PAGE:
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Maryland's National Register Properties

Photo credit: Kirk E. Ranzetta, 04/2000
Piney Point Coast Guard Light Station
Inventory No.: SM-270
Date Listed: 6/16/1976
Location: Hurry Road (MD 498) , Piney Point, Saint Marys County
Category: Structure
Period/Date of Construction: 1836
Architect/Builder: Builder: John Donahoo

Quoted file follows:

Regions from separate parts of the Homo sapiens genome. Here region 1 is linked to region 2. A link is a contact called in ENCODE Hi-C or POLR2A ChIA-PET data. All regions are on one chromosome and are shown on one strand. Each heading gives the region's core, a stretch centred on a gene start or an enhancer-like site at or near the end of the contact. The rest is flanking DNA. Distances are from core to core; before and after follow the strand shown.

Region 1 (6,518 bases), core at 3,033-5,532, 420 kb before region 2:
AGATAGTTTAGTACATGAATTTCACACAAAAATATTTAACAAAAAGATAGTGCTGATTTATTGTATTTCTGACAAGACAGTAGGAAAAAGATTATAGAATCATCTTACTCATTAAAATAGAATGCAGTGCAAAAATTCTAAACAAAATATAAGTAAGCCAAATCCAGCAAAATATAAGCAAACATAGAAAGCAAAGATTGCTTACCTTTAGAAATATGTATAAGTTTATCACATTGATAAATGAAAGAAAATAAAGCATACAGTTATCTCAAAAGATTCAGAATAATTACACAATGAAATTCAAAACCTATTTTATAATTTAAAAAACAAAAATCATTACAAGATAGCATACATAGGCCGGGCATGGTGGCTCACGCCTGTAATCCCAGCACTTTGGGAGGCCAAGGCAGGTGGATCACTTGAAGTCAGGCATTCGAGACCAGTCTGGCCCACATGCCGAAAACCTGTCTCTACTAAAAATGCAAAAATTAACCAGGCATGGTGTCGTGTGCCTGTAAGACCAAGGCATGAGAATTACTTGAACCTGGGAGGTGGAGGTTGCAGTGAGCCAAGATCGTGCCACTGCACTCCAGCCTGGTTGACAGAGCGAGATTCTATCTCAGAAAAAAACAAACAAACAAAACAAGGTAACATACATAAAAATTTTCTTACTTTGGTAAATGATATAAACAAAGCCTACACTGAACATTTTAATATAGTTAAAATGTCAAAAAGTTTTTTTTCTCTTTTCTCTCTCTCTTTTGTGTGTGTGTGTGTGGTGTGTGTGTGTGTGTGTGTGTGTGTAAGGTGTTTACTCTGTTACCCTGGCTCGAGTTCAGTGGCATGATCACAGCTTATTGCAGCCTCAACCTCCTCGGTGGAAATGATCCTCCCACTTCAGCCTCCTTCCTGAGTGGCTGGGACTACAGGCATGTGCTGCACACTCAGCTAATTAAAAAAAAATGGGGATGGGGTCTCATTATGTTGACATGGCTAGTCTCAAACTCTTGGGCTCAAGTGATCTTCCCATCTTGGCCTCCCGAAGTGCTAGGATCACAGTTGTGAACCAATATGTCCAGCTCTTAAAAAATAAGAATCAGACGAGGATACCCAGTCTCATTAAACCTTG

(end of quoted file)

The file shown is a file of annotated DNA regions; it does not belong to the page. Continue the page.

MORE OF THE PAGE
Description: The Piney Point Coast Guard Light Station consists of a conical brick light tower and a brick keeper's quarters with a shallow gable roof. The lighthouse is a conical structure of brick painted white, 30' high. The focal plane of the light was 34' above the base. A 9-sided cupola constructed of metal with rectangular glass panes surmounts the brick tower. This is covered with a standing-seam metal roof capped with a large ventilator ball. An iron railing, 40" high, runs along the edge of the cantilevered masonry parapet walkway. Access to the cupola is gained by means of a circular wood stairway which occupies the entire core of the structure. The stairwell is lit by 6/6 sash windows. Interesting early iron hardware remains on the heavy entrance door. Though the Fresnel lens has been removed, the appearance of the structure is essentially as constructed in 1836. The keeper's quarters is a brick constructed building, 34' x 20', with a 15' x 11' wing of stuccoed frame construction. Two stories over a full basement, the keeper's quarters has undergone radical interior alterations which have obliterated original conditions. The building has a shallow gable roof of standing-seam metal. A one-story porch extends across the northwest (entrance) facade. As constructed by John Donahoo in 1836, the keeper's quarters was a tiny one-story brick building of three rooms. This was enlarged in 1884 by the addition of a second story. At one time, the property also included a fog signal house, an oilhouse, a storehouse, and an outhouse. Significance: Constructed in 1836, Piney Point was the first lighthouse built on the Potomac River. John Donahoo, constructor of several lighthouses in the Chesapeake Bay area, erected this structure at a cost of about $5,000. The property on which the lighthouse was constructed was acquired in fee simple from Henry Suter and Charlotte Suter, his wife, by warranty deed dated 24 December 1835 for $300. The lighthouse was erected to replace a lightship which had been in operation at the site since 1821 to warn mariners of dangerous shoals at Piney Point and across the Potomac at Ragged Point. In 1855, the old reflecting apparatus--ten lamps and ten 15" reflectors with a visibility of 10 miles--was replaced with a more efficient 5th-order Fresnel lens, increasing the light's visibility a full mile. In 1880, a 30' bell tower was added to the station to protect mariners from fog. This fog bell had an automatic striking device. A square frame tapering tower with 4/4 sash windows in gable-roofed dormers piercing the sides, the fog bell tower was destroyed by Hurricane Hazel in 1954. Piney Point was a busy recreation area for Southern Marylanders between 1820 and 1910. President James Monroe maintained a cottage at Piney Point, known as "The Summer White House." A hotel was in operation until closing due to damage sustained during the hurricane of 1933. Piney Point Light continued as a manned station under the lighthouse service until the incorporation of that service into the Coast Guard in 1939. Piney Point became a testing range for torpedoes during World War II. Following the war, the Naval Torpedo Test Center and Range was decommissioned and the base became known as the Pane Hall Center of the Harry Lundeberg School of Seamanship. The Coast Guard discontinued the light in 1964. The property is now owned by the St. Mary's County Department of Recreation and Parks and is open to the public.


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